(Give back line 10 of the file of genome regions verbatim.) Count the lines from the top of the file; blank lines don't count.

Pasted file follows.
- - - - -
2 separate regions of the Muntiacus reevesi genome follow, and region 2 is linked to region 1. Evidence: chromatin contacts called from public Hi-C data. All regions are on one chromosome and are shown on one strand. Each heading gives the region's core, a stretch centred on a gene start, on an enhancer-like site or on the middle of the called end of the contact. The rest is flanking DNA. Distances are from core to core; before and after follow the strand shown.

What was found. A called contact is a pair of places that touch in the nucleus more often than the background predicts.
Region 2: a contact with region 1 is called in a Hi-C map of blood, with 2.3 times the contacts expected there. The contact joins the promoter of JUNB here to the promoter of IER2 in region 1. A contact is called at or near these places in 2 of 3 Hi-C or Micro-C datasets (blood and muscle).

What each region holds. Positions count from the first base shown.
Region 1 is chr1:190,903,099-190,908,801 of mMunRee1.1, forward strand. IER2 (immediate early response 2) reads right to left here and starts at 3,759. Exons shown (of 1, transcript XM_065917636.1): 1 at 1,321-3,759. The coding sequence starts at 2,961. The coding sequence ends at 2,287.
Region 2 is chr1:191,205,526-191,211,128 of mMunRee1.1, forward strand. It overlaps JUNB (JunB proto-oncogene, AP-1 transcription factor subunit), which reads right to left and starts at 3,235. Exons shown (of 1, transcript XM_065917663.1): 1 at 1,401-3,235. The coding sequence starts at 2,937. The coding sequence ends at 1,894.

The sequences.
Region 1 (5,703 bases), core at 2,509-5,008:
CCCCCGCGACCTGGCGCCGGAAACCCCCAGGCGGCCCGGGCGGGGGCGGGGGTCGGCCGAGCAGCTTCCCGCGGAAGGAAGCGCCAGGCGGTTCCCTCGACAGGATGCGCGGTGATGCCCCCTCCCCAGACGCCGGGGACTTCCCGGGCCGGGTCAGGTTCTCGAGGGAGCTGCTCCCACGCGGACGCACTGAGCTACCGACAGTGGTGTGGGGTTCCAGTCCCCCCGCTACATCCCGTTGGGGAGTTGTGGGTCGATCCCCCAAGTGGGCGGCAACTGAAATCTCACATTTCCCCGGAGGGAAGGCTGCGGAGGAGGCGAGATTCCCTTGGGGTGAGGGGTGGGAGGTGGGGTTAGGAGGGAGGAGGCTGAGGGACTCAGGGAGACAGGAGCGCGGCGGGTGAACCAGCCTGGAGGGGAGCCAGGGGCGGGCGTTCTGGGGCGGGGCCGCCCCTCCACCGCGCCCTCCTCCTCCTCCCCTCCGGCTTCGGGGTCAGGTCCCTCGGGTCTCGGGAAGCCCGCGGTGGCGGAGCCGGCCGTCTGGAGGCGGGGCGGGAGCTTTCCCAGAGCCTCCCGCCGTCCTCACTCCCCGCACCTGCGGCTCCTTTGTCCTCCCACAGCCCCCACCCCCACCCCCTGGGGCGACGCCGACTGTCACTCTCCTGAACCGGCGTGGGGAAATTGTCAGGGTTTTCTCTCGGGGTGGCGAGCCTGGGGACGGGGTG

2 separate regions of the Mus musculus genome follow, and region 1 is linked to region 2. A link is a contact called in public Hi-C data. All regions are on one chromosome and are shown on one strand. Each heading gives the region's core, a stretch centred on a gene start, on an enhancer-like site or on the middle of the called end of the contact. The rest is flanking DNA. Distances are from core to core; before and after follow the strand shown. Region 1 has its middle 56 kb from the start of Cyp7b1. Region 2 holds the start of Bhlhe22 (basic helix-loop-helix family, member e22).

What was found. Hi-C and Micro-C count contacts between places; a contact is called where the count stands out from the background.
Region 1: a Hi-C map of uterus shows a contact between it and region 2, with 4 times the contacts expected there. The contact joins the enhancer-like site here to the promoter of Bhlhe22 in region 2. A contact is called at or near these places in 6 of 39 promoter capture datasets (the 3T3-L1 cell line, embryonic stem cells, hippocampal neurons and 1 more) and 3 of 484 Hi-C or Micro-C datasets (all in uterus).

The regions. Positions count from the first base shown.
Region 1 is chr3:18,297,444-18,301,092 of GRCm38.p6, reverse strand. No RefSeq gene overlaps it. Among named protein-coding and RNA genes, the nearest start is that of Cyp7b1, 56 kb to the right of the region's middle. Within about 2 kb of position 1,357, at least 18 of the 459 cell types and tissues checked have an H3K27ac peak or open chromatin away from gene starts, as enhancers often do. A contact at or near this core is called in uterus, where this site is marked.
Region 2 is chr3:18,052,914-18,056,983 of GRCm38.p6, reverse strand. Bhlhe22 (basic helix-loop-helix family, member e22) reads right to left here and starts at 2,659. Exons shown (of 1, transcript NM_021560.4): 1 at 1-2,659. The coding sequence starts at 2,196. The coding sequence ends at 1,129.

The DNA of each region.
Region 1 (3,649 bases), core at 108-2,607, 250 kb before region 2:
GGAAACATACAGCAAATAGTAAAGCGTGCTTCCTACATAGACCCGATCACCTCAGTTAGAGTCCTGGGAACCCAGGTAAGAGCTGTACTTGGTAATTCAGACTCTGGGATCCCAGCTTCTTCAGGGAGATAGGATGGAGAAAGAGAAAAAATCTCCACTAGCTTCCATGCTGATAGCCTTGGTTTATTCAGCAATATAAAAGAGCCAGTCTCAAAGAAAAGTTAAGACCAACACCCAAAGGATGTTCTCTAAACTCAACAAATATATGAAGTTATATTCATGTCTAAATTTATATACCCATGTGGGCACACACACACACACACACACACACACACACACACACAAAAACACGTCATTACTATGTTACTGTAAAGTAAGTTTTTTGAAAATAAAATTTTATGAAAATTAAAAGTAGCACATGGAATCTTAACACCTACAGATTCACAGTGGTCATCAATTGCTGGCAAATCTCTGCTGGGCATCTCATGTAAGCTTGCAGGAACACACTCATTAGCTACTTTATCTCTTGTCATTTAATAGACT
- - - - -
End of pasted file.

2 separate regions of the Mus musculus genome follow, and region 1 is linked to region 2. A link is a contact called in public Hi-C data. All regions are on one chromosome and are shown on one strand. Each heading gives the region's core, a stretch centred on a gene start, on an enhancer-like site or on the middle of the called end of the contact. The rest is flanking DNA. Distances are from core to core; before and after follow the strand shown. Region 1 has its middle 56 kb from the start of Cyp7b1. Region 2 holds the start of Bhlhe22 (basic helix-loop-helix family, member e22).